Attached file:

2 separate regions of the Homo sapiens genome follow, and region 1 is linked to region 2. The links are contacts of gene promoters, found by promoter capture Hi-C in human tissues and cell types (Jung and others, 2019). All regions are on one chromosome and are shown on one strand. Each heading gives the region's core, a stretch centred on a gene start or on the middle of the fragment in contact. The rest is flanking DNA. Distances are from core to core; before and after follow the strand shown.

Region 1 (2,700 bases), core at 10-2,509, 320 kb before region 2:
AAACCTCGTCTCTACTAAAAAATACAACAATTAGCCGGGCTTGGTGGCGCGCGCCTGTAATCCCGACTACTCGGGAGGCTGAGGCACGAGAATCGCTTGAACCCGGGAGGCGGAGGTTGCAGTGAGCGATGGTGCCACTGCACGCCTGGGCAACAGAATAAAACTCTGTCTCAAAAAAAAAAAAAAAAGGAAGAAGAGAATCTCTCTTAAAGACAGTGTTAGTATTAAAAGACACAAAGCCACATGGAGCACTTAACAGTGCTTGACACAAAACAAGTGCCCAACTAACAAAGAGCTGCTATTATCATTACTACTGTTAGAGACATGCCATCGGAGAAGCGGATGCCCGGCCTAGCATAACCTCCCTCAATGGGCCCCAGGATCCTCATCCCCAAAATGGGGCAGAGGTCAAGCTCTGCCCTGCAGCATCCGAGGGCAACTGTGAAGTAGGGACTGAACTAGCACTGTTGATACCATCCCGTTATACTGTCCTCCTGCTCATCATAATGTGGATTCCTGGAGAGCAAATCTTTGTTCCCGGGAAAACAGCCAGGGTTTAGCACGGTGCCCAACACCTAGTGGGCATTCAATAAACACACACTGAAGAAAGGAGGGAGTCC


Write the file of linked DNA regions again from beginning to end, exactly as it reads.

2 separate regions of the Homo sapiens genome follow, and region 1 is linked to region 2. The links are contacts of gene promoters, found by promoter capture Hi-C in human tissues and cell types (Jung and others, 2019). All regions are on one chromosome and are shown on one strand. Each heading gives the region's core, a stretch centred on a gene start or on the middle of the fragment in contact. The rest is flanking DNA. Distances are from core to core; before and after follow the strand shown.

Region 1 (2,700 bases), core at 10-2,509, 320 kb before region 2:
AAACCTCGTCTCTACTAAAAAATACAACAATTAGCCGGGCTTGGTGGCGCGCGCCTGTAATCCCGACTACTCGGGAGGCTGAGGCACGAGAATCGCTTGAACCCGGGAGGCGGAGGTTGCAGTGAGCGATGGTGCCACTGCACGCCTGGGCAACAGAATAAAACTCTGTCTCAAAAAAAAAAAAAAAAGGAAGAAGAGAATCTCTCTTAAAGACAGTGTTAGTATTAAAAGACACAAAGCCACATGGAGCACTTAACAGTGCTTGACACAAAACAAGTGCCCAACTAACAAAGAGCTGCTATTATCATTACTACTGTTAGAGACATGCCATCGGAGAAGCGGATGCCCGGCCTAGCATAACCTCCCTCAATGGGCCCCAGGATCCTCATCCCCAAAATGGGGCAGAGGTCAAGCTCTGCCCTGCAGCATCCGAGGGCAACTGTGAAGTAGGGACTGAACTAGCACTGTTGATACCATCCCGTTATACTGTCCTCCTGCTCATCATAATGTGGATTCCTGGAGAGCAAATCTTTGTTCCCGGGAAAACAGCCAGGGTTTAGCACGGTGCCCAACACCTAGTGGGCATTCAATAAACACACACTGAAGAAAGGAGGGAGTCC